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Learn SPI - Serial Peripheral Interface
SPI (serial peripheral interface) is a common application of synchronous serial—where a dedicated clock line indicates when to read one or more data lines. Generally, SPI consists of a single master (typically a microcontroller) and one or more slave devices. In a typical application, there are 4 wires: A clock line, an enable line, a dedicated master-to-slave data line, and a dedicated slave-to-master data line.
SPI is a particular type of synchronous serial. We'll start by discussing the characteristics of synchronous serial.
Serial (as opposed to parallel) means one bit (1 or 0) is placed on the bus (wire or wires) at a time.
When we talked about asynchronous serial, recall that the receiver was responsible for figuring out exactly when a bit should be read from the bus. To do this, we used a timer and kept track of how much time had elapsed. At certain time intervals, we would record what was on the bus.
With synchronous serial, things are more straightforward. We are explicitly told when we should read the data line. To do this, another wire is added (for a total of 2 wires). This other wire, called the clock line, tells us when to read the data line.
There are several ways in which the clock line could tell us when to read the data line. For example, maybe we should read the data line whenever the clock line is a logic 1. A better way is to use the "edge" or "transition" between logic states to indicate that the data line should be read. This has the advantage of being a single event—a single snapshot in time—rather than a region of time. This reduces any ambiguity about when exactly the data line should be read.
The rising edge (also called positive edge or posedge) is when the state changes from a low to a high (0 to 1). The falling edge (also called negative edge or negedge) is when the state changes from a high to a low (1 to 0).
In SPI, data are only ever valid (should be read) on either the rising or falling edge. Which one it is—rising or falling edge—depends on the implementation. For existing parts and systems, you'll have to look it up (typically in a datasheet). In some applications, you may have the flexibility to use either (you'll need to pick one), and then make sure everyone sticks to the standard.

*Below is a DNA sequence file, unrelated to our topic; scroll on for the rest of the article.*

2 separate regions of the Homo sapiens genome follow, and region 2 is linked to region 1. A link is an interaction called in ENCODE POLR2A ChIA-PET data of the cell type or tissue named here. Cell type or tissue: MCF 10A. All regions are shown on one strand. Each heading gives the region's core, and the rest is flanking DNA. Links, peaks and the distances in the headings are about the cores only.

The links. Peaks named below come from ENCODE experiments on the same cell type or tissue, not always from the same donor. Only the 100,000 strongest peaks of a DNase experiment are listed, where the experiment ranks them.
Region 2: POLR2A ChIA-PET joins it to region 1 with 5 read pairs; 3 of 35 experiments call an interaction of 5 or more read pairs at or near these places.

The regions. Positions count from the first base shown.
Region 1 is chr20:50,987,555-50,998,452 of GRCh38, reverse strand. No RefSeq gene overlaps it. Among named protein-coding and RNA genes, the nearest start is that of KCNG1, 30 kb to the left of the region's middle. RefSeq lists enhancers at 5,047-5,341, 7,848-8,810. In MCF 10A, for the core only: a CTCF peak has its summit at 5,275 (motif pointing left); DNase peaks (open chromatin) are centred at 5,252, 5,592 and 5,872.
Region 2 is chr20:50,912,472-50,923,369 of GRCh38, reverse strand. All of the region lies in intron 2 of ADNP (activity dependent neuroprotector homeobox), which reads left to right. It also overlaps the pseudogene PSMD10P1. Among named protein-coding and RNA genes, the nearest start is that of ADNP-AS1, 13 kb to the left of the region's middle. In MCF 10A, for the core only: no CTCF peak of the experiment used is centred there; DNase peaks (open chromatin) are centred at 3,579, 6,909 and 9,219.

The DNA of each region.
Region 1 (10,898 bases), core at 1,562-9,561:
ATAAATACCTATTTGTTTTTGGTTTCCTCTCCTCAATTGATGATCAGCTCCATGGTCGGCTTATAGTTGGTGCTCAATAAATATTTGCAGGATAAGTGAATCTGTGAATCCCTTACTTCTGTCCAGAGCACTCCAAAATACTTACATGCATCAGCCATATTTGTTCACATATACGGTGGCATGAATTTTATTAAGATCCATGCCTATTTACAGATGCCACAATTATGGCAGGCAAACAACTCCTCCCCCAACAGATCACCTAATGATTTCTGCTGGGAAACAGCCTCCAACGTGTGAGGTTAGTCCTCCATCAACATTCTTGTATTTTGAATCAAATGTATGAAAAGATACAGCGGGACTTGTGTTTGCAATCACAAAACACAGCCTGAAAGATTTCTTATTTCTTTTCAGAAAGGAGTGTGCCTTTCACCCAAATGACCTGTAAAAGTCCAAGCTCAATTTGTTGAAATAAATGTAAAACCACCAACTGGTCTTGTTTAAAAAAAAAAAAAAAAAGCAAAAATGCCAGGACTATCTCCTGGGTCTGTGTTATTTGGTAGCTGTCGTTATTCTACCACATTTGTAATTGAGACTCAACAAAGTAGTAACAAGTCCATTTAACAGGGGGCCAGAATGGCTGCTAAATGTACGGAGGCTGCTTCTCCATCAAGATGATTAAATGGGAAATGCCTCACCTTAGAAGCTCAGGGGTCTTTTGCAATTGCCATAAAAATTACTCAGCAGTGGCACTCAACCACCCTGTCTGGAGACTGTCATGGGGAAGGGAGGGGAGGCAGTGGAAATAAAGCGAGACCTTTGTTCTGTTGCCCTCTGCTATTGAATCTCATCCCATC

We know when to read a bit, but how do we know which bit we are reading? In other words, how do we synchronize? The most straightforward way to synchronize is to use a third wire. Ahead of time, we decide that a rising (or falling) edge of that wire will be our synchronization event. Typically, this wire is called enable or reset (but it's the same idea.) It allows the different parts of a system to synchronize—to revert to a known starting state.
The enable line is used for synchronization, but it usually also serves another purpose. Its state (0 or 1) indicates if something should be enabled or disabled. For example, maybe you don't need a particular device to be running all the time. You may be able to disable it, putting it into a low power mode. In SPI, that has the added benefit of choosing which device you want to talk to. You simply disable all the devices except the one you want to talk to.
In practice, shift registers are often used in the implementation of SPI.
There are many possible ways in which a synchronous serial could be used with more than two devices. One simple way is that each pair of devices that needs to communicate has dedicated connections. Notice, however, that the number of connections you need grows geometrically. So this isn't a great solution.
A bus is a collection of wires shared by many devices.
Notice that a bus uses far fewer connections. However, there are some limitations:
- Only one device can "talk" at a time.
- If two devices talk at a time, this is a "bus collision." Imagine what happens if one device outputs a 0 at the same time another device outputs a 1. That is a short circuit!
- A device needs some way of knowing if someone is already talking on the bus.
- The bus needs to recover from potential conflicts and have a way to figure out who gets to go first.
While a bus topology like the one shown is very powerful, it requires electrical- and protocol-level complexity to deal with the issues raised above. It's not ideal for very cheap and simple devices.